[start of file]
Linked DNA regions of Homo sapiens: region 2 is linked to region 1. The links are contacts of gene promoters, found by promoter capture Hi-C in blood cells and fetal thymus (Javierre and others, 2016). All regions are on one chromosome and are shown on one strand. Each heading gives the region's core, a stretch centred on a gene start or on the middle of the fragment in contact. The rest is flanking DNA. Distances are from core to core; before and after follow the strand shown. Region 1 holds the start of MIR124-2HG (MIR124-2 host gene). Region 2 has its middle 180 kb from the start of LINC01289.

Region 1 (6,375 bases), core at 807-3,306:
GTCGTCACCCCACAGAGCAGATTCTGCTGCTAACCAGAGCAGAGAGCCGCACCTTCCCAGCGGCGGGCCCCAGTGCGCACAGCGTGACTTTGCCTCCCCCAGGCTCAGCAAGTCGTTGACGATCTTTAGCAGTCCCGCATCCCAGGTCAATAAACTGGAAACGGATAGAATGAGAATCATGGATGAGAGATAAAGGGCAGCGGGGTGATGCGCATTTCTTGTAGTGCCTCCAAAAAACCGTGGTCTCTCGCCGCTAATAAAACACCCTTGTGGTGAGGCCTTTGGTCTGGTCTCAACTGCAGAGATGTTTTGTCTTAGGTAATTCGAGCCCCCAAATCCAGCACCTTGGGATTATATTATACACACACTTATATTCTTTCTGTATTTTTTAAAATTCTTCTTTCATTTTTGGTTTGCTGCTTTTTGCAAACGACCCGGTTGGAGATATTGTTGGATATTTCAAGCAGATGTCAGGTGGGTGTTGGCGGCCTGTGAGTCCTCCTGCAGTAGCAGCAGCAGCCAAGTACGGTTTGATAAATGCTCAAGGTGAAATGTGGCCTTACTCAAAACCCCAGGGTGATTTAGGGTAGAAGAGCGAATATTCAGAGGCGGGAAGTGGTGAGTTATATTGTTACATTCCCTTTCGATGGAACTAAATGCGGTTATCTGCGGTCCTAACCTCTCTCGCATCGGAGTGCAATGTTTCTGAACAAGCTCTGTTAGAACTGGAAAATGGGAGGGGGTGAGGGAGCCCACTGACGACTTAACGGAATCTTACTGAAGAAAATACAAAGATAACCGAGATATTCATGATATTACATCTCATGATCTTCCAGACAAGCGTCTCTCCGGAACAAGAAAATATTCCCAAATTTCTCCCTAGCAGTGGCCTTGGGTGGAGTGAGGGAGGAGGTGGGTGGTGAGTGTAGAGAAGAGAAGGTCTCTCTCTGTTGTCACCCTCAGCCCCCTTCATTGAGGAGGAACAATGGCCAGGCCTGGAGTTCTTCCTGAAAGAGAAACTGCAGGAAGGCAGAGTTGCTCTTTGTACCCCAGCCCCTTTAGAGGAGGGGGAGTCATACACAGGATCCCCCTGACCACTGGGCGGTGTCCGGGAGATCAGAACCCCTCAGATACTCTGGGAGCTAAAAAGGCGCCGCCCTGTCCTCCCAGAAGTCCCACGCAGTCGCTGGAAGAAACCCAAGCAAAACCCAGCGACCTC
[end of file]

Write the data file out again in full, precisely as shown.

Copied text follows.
Linked DNA regions of Homo sapiens: region 2 is linked to region 1. The links are contacts of gene promoters, found by promoter capture Hi-C in blood cells and fetal thymus (Javierre and others, 2016). All regions are on one chromosome and are shown on one strand. Each heading gives the region's core, a stretch centred on a gene start or on the middle of the fragment in contact. The rest is flanking DNA. Distances are from core to core; before and after follow the strand shown. Region 1 holds the start of MIR124-2HG (MIR124-2 host gene). Region 2 has its middle 180 kb from the start of LINC01289.

Region 1 (6,375 bases), core at 807-3,306:
GTCGTCACCCCACAGAGCAGATTCTGCTGCTAACCAGAGCAGAGAGCCGCACCTTCCCAGCGGCGGGCCCCAGTGCGCACAGCGTGACTTTGCCTCCCCCAGGCTCAGCAAGTCGTTGACGATCTTTAGCAGTCCCGCATCCCAGGTCAATAAACTGGAAACGGATAGAATGAGAATCATGGATGAGAGATAAAGGGCAGCGGGGTGATGCGCATTTCTTGTAGTGCCTCCAAAAAACCGTGGTCTCTCGCCGCTAATAAAACACCCTTGTGGTGAGGCCTTTGGTCTGGTCTCAACTGCAGAGATGTTTTGTCTTAGGTAATTCGAGCCCCCAAATCCAGCACCTTGGGATTATATTATACACACACTTATATTCTTTCTGTATTTTTTAAAATTCTTCTTTCATTTTTGGTTTGCTGCTTTTTGCAAACGACCCGGTTGGAGATATTGTTGGATATTTCAAGCAGATGTCAGGTGGGTGTTGGCGGCCTGTGAGTCCTCCTGCAGTAGCAGCAGCAGCCAAGTACGGTTTGATAAATGCTCAAGGTGAAATGTGGCCTTACTCAAAACCCCAGGGTGATTTAGGGTAGAAGAGCGAATATTCAGAGGCGGGAAGTGGTGAGTTATATTGTTACATTCCCTTTCGATGGAACTAAATGCGGTTATCTGCGGTCCTAACCTCTCTCGCATCGGAGTGCAATGTTTCTGAACAAGCTCTGTTAGAACTGGAAAATGGGAGGGGGTGAGGGAGCCCACTGACGACTTAACGGAATCTTACTGAAGAAAATACAAAGATAACCGAGATATTCATGATATTACATCTCATGATCTTCCAGACAAGCGTCTCTCCGGAACAAGAAAATATTCCCAAATTTCTCCCTAGCAGTGGCCTTGGGTGGAGTGAGGGAGGAGGTGGGTGGTGAGTGTAGAGAAGAGAAGGTCTCTCTCTGTTGTCACCCTCAGCCCCCTTCATTGAGGAGGAACAATGGCCAGGCCTGGAGTTCTTCCTGAAAGAGAAACTGCAGGAAGGCAGAGTTGCTCTTTGTACCCCAGCCCCTTTAGAGGAGGGGGAGTCATACACAGGATCCCCCTGACCACTGGGCGGTGTCCGGGAGATCAGAACCCCTCAGATACTCTGGGAGCTAAAAAGGCGCCGCCCTGTCCTCCCAGAAGTCCCACGCAGTCGCTGGAAGAAACCCAAGCAAAACCCAGCGACCTC